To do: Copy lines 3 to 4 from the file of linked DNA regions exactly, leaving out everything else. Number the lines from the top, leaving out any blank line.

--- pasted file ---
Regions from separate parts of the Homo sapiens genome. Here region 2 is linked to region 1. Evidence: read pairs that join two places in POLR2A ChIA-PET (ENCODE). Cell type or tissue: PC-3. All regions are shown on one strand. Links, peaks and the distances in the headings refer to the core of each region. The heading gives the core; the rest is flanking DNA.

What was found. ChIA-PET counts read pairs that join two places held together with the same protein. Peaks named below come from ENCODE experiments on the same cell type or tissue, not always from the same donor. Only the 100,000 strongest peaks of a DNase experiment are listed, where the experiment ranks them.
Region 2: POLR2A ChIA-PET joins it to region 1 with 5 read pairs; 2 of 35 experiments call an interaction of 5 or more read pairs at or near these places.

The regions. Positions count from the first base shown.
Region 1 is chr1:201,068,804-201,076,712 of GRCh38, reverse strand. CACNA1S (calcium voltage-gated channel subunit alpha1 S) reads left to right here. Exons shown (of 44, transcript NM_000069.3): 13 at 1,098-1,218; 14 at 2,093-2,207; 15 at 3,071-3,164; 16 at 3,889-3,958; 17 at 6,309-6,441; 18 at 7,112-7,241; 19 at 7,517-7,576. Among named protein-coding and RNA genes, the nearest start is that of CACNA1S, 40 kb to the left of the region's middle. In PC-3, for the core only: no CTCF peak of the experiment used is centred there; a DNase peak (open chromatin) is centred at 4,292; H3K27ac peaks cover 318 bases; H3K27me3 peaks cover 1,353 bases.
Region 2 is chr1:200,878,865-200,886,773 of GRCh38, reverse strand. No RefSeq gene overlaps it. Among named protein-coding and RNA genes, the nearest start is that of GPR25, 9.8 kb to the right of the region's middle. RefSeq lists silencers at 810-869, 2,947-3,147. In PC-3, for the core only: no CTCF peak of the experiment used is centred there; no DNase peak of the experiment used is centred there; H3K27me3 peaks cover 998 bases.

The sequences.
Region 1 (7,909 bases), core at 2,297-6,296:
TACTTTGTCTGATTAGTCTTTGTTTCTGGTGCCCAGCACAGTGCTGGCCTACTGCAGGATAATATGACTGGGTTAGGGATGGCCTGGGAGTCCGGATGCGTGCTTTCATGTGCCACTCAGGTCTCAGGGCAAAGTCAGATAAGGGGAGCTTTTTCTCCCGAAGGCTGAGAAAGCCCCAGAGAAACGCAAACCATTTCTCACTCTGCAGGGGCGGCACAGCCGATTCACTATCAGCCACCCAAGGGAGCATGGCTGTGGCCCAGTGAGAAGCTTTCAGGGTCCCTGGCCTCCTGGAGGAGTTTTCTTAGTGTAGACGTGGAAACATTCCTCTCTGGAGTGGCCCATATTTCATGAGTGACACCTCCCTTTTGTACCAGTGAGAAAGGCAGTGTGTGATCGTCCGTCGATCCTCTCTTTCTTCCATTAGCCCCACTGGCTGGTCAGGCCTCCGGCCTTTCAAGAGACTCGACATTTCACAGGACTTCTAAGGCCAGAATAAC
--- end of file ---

Region 2: POLR2A ChIA-PET joins it to region 1 with 5 read pairs; 2 of 35 experiments call an interaction of 5 or more read pairs at or near these places.

The regions. Positions count from the first base shown.